— Automotive

Ford to debut active suspension system on Mondeo

By - August 29, 2007 1 Picture
August 29, 2007 Ford is set to make a major production milestone with the launch of an active suspension system on the new Ford Mondeo. Available as a UKP650 option in the UK, that not only provides a comfortable ride but combines this with sportiness and safety. Ironically, sound pioneer Amar Bose was the first to devise a suspension system designed to do exactly what it should do rather than approximating it with springs and dampers, but Ford looks set to be the first to offer it on a regular production car. Called Interactive Vehicle Dynamic Control (IVDC), the system offers near constant suspension adjustment to match desired ride with road conditions and driving style Read More
— Automotive

Audi's new magnetic semi-active suspension system

By - June 17, 2006 13 Pictures
June 18, 2006 The Audi TT is a cult car, an icon –from the day it made its debut, in autumn 1998, it took the sports coupe segment by storm, sharpening the brand's profile in the process. We reported on the coming of the second generation of this successful model in April but overlooked one of the most interesting facets of the new machine which uses a completely new form of damping technology developed in conjunction with Delphi that resolves the age-old conflict between comfort and driving dynamics without countenancing any of the otherwise unavoidable compromises. As a continuously adaptive system, it adapts the damping characteristic to the profile of the road and the driver's gear-shifting habits within just a few milliseconds. The shock absorber pistons on the TT do not contain conventional oil, but a magneto-rheological fluid – a synthetic hydrocarbon oil in which microscopically small magnetic particles measuring between three and ten microns are enclosed. When a voltage is applied to a coil – by means of a pulse delivered by a control unit – a magnetic field is created in which the alignment of the particles changes. They position themselves transversely to the direction of flow of the oil, and so inhibit its flow through the piston channels. This alters the characteristic of the damping characteristic much faster than is the case in conventional adaptive dampers. Read More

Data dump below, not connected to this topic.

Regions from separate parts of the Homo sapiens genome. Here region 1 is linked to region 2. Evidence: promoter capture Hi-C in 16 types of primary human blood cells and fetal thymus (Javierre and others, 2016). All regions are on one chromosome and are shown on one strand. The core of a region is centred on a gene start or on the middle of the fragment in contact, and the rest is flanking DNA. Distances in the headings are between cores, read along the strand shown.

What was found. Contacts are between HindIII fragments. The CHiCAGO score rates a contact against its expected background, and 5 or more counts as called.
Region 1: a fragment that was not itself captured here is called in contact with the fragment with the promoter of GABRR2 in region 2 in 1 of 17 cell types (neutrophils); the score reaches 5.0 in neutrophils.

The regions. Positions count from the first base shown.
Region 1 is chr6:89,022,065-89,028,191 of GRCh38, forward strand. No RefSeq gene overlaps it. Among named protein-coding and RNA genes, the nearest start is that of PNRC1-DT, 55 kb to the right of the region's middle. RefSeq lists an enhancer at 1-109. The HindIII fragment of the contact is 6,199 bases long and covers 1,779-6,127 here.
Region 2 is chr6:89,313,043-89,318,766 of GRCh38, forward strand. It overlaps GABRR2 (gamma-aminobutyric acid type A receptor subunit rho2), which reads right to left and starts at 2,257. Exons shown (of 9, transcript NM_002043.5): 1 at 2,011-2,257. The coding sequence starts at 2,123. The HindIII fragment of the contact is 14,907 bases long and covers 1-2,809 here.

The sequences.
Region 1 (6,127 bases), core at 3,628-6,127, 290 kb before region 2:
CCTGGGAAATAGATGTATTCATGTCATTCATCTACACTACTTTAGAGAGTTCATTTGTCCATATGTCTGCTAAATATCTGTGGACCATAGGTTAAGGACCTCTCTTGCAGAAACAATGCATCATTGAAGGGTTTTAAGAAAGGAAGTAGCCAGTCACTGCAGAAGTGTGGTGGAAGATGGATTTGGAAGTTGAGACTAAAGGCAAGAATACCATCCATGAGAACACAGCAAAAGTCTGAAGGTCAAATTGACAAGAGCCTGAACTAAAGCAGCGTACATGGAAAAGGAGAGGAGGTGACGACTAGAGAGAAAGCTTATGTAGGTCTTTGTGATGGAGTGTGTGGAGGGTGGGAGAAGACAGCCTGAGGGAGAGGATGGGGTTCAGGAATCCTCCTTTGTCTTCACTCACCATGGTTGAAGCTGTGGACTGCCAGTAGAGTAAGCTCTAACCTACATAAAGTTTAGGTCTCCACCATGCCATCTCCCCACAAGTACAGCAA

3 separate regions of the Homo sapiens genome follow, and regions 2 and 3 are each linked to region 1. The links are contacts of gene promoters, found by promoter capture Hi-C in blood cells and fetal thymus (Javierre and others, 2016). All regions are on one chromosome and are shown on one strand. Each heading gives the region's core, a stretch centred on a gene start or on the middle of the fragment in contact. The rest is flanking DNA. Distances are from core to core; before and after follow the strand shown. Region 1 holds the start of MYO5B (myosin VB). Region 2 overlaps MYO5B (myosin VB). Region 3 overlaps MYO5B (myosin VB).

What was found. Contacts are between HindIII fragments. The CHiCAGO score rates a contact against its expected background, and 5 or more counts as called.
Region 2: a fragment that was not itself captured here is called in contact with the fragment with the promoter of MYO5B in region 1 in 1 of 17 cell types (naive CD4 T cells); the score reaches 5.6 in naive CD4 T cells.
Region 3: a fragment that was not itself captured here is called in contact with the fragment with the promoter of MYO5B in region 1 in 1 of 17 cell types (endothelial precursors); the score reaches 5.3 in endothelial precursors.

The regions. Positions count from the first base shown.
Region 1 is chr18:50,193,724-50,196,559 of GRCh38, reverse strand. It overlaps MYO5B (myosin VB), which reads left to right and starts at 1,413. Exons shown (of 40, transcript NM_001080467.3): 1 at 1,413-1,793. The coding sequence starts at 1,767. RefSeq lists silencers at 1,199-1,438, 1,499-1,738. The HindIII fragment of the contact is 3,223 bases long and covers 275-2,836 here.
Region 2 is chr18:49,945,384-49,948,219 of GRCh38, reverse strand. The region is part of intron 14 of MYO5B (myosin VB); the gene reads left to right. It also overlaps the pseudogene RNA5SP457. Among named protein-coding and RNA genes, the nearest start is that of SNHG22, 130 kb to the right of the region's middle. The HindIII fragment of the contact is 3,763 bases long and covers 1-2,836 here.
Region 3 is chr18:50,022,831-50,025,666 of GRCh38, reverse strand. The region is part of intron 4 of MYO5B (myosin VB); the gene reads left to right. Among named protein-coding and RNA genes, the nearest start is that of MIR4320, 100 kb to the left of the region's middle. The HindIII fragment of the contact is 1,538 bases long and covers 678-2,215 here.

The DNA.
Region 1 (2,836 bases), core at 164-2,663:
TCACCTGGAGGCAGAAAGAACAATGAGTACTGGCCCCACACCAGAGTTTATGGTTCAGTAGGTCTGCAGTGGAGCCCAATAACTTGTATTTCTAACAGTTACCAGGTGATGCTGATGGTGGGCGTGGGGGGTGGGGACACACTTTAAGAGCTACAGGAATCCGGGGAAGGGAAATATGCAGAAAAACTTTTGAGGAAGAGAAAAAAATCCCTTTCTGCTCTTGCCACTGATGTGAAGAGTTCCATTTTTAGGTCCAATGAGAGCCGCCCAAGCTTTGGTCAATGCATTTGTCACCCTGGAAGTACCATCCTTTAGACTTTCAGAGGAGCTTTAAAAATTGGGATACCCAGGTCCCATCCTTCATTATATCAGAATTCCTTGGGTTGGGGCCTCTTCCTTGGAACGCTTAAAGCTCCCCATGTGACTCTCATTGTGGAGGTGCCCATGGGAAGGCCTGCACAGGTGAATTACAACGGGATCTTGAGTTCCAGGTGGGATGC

— Automotive

New Citroen C6 incorporates active suspension and head-up display

By - February 10, 2005 3 Pictures
February 11, 2005 Citroen gave the world a look at its new C6 today in a sneak preview of the World debut at the Geneva Motor Show. The latest addition to an historic line, the C6 takes the grand tourer concept and incorporates the latest cutting-edge technology. An executive saloon that represents the latest stage in the creative renewal of the brand, the C6 has been inspired by the large Citroens of the past, models that have helped the marque to establish a strong heritage in large cars. The complete and innovative range of high-tech features includes a head-up display, the first application in a Citroen of the new 208 bhp V6 HDi diesel engine, active suspension with variable damping, the Company's lane departure warning system and directional Xenon headlamps. Read More